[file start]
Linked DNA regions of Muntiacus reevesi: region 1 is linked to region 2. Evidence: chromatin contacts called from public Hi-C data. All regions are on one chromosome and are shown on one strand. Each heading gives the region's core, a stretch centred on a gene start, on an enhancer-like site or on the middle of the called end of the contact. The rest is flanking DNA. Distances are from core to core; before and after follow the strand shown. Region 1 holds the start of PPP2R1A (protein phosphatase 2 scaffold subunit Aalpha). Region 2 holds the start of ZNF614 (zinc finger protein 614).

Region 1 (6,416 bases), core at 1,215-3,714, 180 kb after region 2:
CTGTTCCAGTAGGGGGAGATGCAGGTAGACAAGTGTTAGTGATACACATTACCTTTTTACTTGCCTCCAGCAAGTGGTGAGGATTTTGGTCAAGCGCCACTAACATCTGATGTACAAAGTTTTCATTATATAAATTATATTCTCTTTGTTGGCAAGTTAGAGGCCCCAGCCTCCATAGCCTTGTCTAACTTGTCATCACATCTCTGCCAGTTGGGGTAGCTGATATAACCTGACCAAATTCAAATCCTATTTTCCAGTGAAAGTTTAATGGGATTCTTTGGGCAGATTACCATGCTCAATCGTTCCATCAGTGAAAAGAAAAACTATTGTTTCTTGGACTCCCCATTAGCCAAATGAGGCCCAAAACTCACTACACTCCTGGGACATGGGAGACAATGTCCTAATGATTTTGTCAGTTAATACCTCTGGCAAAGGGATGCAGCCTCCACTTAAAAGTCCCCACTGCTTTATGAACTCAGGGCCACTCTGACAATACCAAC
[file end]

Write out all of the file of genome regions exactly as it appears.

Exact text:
Linked DNA regions of Muntiacus reevesi: region 1 is linked to region 2. Evidence: chromatin contacts called from public Hi-C data. All regions are on one chromosome and are shown on one strand. Each heading gives the region's core, a stretch centred on a gene start, on an enhancer-like site or on the middle of the called end of the contact. The rest is flanking DNA. Distances are from core to core; before and after follow the strand shown. Region 1 holds the start of PPP2R1A (protein phosphatase 2 scaffold subunit Aalpha). Region 2 holds the start of ZNF614 (zinc finger protein 614).

Region 1 (6,416 bases), core at 1,215-3,714, 180 kb after region 2:
CTGTTCCAGTAGGGGGAGATGCAGGTAGACAAGTGTTAGTGATACACATTACCTTTTTACTTGCCTCCAGCAAGTGGTGAGGATTTTGGTCAAGCGCCACTAACATCTGATGTACAAAGTTTTCATTATATAAATTATATTCTCTTTGTTGGCAAGTTAGAGGCCCCAGCCTCCATAGCCTTGTCTAACTTGTCATCACATCTCTGCCAGTTGGGGTAGCTGATATAACCTGACCAAATTCAAATCCTATTTTCCAGTGAAAGTTTAATGGGATTCTTTGGGCAGATTACCATGCTCAATCGTTCCATCAGTGAAAAGAAAAACTATTGTTTCTTGGACTCCCCATTAGCCAAATGAGGCCCAAAACTCACTACACTCCTGGGACATGGGAGACAATGTCCTAATGATTTTGTCAGTTAATACCTCTGGCAAAGGGATGCAGCCTCCACTTAAAAGTCCCCACTGCTTTATGAACTCAGGGCCACTCTGACAATACCAAC